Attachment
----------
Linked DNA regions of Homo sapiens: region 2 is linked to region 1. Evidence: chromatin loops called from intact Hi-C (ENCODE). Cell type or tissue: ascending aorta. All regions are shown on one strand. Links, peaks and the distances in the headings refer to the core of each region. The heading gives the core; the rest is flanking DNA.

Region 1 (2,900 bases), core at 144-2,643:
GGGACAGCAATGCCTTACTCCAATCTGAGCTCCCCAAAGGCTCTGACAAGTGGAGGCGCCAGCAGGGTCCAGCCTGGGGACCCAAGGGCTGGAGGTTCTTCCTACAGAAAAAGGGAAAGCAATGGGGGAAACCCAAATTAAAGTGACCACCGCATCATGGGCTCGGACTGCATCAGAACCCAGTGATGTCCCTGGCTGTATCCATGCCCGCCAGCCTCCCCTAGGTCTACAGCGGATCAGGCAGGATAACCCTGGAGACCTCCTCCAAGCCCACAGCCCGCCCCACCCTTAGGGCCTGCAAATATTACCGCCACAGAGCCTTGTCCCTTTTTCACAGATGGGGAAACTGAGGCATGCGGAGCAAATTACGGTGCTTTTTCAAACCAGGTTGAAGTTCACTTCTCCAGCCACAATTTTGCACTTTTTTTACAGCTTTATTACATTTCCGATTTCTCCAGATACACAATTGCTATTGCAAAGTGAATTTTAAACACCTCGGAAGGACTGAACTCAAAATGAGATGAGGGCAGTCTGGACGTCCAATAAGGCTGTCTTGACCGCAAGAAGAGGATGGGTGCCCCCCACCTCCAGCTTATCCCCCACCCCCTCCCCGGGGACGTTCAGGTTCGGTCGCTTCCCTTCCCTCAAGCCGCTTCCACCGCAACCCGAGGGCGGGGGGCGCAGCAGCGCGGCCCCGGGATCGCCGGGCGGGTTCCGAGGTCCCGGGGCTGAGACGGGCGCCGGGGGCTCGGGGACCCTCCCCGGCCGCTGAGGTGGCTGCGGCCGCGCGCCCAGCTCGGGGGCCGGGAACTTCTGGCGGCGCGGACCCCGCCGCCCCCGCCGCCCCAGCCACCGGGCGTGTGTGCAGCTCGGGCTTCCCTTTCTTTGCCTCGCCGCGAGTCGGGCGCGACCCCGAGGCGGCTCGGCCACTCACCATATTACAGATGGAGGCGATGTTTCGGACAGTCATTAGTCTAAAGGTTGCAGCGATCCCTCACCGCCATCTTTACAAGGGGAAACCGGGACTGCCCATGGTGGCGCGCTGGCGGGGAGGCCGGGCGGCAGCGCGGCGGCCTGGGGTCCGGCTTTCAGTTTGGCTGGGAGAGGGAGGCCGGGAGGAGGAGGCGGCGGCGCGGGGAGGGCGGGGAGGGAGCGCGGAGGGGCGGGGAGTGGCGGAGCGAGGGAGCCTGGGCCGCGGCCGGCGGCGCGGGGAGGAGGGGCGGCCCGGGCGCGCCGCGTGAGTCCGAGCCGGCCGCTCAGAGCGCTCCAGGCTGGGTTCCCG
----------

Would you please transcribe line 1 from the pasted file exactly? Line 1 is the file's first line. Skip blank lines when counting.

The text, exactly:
Linked DNA regions of Homo sapiens: region 2 is linked to region 1. Evidence: chromatin loops called from intact Hi-C (ENCODE). Cell type or tissue: ascending aorta. All regions are shown on one strand. Links, peaks and the distances in the headings refer to the core of each region. The heading gives the core; the rest is flanking DNA.